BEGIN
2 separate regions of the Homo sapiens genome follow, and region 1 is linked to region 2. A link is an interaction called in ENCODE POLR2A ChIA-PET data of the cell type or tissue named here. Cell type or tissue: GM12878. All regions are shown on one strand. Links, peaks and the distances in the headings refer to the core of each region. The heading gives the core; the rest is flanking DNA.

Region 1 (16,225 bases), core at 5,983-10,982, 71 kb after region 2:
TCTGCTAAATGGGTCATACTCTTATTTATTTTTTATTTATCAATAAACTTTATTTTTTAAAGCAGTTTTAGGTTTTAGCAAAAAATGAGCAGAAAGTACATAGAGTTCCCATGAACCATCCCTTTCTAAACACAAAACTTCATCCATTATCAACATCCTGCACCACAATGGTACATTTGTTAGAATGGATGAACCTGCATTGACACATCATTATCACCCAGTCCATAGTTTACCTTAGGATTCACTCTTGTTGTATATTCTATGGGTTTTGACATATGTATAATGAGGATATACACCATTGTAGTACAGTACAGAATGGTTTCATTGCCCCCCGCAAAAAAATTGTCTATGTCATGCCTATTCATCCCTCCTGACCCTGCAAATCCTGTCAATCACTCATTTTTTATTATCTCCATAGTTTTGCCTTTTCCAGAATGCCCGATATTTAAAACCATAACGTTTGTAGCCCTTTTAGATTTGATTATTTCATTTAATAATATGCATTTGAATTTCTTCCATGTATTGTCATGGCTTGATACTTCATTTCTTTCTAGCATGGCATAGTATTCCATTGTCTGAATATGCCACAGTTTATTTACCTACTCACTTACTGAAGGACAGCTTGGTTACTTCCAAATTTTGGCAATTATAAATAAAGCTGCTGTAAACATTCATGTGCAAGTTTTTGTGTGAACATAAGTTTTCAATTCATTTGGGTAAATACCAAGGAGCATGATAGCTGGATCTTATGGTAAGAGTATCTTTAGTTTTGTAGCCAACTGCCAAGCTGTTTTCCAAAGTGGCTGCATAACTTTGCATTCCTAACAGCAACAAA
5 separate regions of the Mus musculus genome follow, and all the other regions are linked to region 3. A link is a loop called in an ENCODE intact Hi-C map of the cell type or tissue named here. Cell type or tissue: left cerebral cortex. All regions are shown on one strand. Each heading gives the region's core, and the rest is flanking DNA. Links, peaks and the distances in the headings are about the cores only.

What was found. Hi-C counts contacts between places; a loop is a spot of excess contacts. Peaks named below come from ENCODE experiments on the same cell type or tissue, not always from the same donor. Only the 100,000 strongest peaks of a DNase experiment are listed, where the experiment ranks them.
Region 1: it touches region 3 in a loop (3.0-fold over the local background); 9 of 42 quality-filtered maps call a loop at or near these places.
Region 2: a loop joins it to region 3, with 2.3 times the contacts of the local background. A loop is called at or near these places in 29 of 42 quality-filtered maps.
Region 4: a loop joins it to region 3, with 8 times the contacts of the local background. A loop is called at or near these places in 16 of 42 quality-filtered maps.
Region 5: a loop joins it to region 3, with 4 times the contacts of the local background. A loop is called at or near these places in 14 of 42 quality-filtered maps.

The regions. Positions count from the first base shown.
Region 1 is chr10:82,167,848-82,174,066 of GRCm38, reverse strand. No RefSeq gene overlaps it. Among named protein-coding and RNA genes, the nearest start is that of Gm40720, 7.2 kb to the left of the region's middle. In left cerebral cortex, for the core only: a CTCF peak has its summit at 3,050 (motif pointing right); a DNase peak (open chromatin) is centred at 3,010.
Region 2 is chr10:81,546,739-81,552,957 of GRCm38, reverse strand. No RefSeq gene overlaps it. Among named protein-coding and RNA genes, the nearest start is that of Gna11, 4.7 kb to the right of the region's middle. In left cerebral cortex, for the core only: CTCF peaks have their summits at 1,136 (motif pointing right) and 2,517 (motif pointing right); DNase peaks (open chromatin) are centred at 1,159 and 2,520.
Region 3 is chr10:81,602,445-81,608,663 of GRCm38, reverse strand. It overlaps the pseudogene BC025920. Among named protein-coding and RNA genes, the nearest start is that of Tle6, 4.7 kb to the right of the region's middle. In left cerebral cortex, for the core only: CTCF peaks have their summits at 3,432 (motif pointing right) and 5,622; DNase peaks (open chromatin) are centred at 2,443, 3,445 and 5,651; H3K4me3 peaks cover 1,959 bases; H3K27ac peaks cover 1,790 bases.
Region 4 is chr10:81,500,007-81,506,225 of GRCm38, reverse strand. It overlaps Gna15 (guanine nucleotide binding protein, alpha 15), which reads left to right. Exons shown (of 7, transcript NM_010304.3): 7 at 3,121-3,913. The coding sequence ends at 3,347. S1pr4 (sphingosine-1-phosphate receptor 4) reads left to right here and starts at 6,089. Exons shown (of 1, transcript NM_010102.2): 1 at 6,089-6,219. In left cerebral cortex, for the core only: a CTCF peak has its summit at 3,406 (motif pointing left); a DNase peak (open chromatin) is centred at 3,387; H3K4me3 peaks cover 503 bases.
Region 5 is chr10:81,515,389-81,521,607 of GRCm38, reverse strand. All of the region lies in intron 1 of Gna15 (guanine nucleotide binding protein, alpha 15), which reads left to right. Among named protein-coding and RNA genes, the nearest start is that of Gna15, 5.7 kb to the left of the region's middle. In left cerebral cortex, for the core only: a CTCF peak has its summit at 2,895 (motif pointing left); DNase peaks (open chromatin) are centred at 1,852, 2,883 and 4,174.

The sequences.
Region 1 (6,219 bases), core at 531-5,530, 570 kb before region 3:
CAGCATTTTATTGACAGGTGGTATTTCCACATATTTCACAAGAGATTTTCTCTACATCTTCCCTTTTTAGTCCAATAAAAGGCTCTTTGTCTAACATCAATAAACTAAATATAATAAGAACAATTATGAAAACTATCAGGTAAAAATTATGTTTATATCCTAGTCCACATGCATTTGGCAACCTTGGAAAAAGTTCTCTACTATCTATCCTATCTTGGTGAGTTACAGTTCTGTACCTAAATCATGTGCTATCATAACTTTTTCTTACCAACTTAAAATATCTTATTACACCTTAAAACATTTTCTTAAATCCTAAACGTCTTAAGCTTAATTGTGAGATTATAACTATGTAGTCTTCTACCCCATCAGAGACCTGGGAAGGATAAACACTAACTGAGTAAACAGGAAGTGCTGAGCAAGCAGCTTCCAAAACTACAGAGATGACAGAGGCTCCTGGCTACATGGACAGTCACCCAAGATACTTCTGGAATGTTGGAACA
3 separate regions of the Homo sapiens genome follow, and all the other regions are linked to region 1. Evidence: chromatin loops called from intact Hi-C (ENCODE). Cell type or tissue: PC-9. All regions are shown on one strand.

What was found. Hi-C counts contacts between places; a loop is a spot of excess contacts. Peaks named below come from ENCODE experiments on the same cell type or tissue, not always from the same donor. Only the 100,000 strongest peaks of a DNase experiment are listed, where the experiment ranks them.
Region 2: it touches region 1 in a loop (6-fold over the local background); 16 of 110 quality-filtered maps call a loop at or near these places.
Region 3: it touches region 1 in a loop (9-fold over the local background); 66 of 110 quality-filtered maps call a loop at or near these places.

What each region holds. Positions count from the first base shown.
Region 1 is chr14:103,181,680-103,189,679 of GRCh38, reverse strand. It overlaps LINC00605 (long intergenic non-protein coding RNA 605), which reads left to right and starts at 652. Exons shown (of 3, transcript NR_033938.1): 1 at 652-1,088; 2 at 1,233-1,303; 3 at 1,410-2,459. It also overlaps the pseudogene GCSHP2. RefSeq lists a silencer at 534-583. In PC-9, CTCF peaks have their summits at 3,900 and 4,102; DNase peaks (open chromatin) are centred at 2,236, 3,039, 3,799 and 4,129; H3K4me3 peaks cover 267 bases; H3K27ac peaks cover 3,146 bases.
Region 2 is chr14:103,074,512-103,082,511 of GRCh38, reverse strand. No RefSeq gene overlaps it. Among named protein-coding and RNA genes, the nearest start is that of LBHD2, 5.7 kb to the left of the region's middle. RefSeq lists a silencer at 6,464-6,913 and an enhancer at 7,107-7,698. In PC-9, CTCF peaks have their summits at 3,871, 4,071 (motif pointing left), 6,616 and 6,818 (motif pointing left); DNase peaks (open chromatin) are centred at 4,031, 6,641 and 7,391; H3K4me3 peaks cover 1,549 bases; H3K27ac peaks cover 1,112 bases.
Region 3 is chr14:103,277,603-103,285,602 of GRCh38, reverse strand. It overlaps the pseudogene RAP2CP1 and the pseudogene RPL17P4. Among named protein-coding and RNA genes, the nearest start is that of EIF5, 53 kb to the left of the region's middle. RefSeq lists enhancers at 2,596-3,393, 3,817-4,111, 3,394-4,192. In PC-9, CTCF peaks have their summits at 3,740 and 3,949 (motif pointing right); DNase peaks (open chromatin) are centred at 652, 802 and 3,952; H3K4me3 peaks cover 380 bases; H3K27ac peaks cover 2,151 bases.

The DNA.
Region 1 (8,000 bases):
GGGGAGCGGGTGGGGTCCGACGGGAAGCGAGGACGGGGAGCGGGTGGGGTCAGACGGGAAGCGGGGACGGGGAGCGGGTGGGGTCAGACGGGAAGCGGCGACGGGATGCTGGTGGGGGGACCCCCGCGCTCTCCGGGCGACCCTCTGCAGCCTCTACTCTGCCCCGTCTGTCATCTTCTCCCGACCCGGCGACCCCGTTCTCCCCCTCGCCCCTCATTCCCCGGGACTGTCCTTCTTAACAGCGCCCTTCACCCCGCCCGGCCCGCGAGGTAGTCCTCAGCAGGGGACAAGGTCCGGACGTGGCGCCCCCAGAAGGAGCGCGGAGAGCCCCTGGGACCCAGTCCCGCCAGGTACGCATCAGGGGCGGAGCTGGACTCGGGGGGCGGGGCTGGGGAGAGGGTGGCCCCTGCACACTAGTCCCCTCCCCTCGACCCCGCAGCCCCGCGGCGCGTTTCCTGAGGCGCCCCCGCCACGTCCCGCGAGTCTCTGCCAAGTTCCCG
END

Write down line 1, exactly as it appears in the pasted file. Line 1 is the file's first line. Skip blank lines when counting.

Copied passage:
2 separate regions of the Homo sapiens genome follow, and region 1 is linked to region 2. A link is an interaction called in ENCODE POLR2A ChIA-PET data of the cell type or tissue named here. Cell type or tissue: GM12878. All regions are shown on one strand. Links, peaks and the distances in the headings refer to the core of each region. The heading gives the core; the rest is flanking DNA.